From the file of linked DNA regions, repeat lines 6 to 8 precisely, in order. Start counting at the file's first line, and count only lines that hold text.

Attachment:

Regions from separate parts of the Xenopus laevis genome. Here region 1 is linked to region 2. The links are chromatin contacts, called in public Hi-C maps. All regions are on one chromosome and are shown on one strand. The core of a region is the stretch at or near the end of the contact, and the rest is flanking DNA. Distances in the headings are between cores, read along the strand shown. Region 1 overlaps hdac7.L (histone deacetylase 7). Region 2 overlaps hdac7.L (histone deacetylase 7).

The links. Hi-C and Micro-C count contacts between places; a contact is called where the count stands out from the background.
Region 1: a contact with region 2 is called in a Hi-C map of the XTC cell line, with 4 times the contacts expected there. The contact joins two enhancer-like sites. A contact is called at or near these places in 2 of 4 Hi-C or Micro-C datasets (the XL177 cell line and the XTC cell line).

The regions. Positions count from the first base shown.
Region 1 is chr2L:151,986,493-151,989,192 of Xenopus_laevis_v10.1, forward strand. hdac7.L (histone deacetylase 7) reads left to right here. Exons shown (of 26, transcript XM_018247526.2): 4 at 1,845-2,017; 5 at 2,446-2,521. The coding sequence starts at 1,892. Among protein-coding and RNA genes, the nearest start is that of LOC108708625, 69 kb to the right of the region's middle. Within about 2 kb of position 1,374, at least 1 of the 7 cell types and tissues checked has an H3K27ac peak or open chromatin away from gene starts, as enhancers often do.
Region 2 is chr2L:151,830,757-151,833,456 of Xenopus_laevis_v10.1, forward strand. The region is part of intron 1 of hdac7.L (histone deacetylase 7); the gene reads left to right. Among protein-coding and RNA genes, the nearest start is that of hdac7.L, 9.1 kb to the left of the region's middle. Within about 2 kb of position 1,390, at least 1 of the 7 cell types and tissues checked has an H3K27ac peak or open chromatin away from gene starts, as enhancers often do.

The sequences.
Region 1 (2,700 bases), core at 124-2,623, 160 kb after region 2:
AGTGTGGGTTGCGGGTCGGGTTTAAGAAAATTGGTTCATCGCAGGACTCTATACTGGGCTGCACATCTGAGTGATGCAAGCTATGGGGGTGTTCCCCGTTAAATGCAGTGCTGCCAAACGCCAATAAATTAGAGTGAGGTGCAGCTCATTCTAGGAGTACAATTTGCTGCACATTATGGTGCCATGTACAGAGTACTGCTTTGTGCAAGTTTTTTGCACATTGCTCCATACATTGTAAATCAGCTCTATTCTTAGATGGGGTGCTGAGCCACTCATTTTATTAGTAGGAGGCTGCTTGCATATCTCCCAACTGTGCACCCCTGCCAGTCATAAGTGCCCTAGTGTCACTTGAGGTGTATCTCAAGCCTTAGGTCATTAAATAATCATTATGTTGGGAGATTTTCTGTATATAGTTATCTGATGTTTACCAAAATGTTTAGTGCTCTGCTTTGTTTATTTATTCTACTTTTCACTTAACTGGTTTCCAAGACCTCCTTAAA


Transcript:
Region 2 is chr2L:151,830,757-151,833,456 of Xenopus_laevis_v10.1, forward strand. The region is part of intron 1 of hdac7.L (histone deacetylase 7); the gene reads left to right. Among protein-coding and RNA genes, the nearest start is that of hdac7.L, 9.1 kb to the left of the region's middle. Within about 2 kb of position 1,390, at least 1 of the 7 cell types and tissues checked has an H3K27ac peak or open chromatin away from gene starts, as enhancers often do.

The sequences.
Region 1 (2,700 bases), core at 124-2,623, 160 kb after region 2: